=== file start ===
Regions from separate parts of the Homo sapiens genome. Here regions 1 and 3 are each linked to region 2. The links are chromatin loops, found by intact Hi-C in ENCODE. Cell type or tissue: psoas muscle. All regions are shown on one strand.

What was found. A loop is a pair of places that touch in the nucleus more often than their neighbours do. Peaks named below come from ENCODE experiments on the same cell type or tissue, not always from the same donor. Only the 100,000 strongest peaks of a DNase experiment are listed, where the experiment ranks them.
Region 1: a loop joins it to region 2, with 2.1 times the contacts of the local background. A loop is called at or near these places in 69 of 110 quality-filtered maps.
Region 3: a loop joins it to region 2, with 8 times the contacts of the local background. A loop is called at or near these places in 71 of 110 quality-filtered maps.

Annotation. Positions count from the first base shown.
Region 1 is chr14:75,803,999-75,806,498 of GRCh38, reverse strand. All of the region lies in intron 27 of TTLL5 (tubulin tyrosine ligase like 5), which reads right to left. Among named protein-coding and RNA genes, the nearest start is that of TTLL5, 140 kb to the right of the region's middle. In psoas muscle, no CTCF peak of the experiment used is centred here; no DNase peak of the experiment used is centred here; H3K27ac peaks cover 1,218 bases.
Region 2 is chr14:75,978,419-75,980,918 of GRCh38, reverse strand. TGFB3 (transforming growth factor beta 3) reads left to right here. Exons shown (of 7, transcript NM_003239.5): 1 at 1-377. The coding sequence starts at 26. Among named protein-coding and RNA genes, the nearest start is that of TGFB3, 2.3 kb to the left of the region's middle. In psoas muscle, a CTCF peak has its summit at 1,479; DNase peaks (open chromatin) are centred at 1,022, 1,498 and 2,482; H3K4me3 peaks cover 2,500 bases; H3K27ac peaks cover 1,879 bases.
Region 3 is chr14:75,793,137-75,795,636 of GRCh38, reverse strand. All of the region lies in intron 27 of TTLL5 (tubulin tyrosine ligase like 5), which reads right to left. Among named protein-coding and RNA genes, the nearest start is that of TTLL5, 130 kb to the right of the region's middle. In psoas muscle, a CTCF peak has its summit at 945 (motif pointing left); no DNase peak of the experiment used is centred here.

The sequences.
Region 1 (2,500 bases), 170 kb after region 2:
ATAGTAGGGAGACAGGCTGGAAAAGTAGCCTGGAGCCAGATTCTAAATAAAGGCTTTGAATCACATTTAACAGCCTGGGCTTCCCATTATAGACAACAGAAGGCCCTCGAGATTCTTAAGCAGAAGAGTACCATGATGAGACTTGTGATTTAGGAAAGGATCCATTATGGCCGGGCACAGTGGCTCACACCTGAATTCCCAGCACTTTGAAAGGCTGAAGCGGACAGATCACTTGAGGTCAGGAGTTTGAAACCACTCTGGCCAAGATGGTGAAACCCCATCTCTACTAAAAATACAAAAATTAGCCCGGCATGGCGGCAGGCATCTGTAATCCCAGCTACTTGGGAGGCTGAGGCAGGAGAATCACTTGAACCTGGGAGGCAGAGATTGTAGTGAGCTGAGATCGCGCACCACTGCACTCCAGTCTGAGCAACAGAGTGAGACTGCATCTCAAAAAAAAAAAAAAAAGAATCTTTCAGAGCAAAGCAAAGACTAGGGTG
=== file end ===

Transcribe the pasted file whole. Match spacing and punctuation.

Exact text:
Regions from separate parts of the Homo sapiens genome. Here regions 1 and 3 are each linked to region 2. The links are chromatin loops, found by intact Hi-C in ENCODE. Cell type or tissue: psoas muscle. All regions are shown on one strand.

What was found. A loop is a pair of places that touch in the nucleus more often than their neighbours do. Peaks named below come from ENCODE experiments on the same cell type or tissue, not always from the same donor. Only the 100,000 strongest peaks of a DNase experiment are listed, where the experiment ranks them.
Region 1: a loop joins it to region 2, with 2.1 times the contacts of the local background. A loop is called at or near these places in 69 of 110 quality-filtered maps.
Region 3: a loop joins it to region 2, with 8 times the contacts of the local background. A loop is called at or near these places in 71 of 110 quality-filtered maps.

Annotation. Positions count from the first base shown.
Region 1 is chr14:75,803,999-75,806,498 of GRCh38, reverse strand. All of the region lies in intron 27 of TTLL5 (tubulin tyrosine ligase like 5), which reads right to left. Among named protein-coding and RNA genes, the nearest start is that of TTLL5, 140 kb to the right of the region's middle. In psoas muscle, no CTCF peak of the experiment used is centred here; no DNase peak of the experiment used is centred here; H3K27ac peaks cover 1,218 bases.
Region 2 is chr14:75,978,419-75,980,918 of GRCh38, reverse strand. TGFB3 (transforming growth factor beta 3) reads left to right here. Exons shown (of 7, transcript NM_003239.5): 1 at 1-377. The coding sequence starts at 26. Among named protein-coding and RNA genes, the nearest start is that of TGFB3, 2.3 kb to the left of the region's middle. In psoas muscle, a CTCF peak has its summit at 1,479; DNase peaks (open chromatin) are centred at 1,022, 1,498 and 2,482; H3K4me3 peaks cover 2,500 bases; H3K27ac peaks cover 1,879 bases.
Region 3 is chr14:75,793,137-75,795,636 of GRCh38, reverse strand. All of the region lies in intron 27 of TTLL5 (tubulin tyrosine ligase like 5), which reads right to left. Among named protein-coding and RNA genes, the nearest start is that of TTLL5, 130 kb to the right of the region's middle. In psoas muscle, a CTCF peak has its summit at 945 (motif pointing left); no DNase peak of the experiment used is centred here.

The sequences.
Region 1 (2,500 bases), 170 kb after region 2:
ATAGTAGGGAGACAGGCTGGAAAAGTAGCCTGGAGCCAGATTCTAAATAAAGGCTTTGAATCACATTTAACAGCCTGGGCTTCCCATTATAGACAACAGAAGGCCCTCGAGATTCTTAAGCAGAAGAGTACCATGATGAGACTTGTGATTTAGGAAAGGATCCATTATGGCCGGGCACAGTGGCTCACACCTGAATTCCCAGCACTTTGAAAGGCTGAAGCGGACAGATCACTTGAGGTCAGGAGTTTGAAACCACTCTGGCCAAGATGGTGAAACCCCATCTCTACTAAAAATACAAAAATTAGCCCGGCATGGCGGCAGGCATCTGTAATCCCAGCTACTTGGGAGGCTGAGGCAGGAGAATCACTTGAACCTGGGAGGCAGAGATTGTAGTGAGCTGAGATCGCGCACCACTGCACTCCAGTCTGAGCAACAGAGTGAGACTGCATCTCAAAAAAAAAAAAAAAAGAATCTTTCAGAGCAAAGCAAAGACTAGGGTG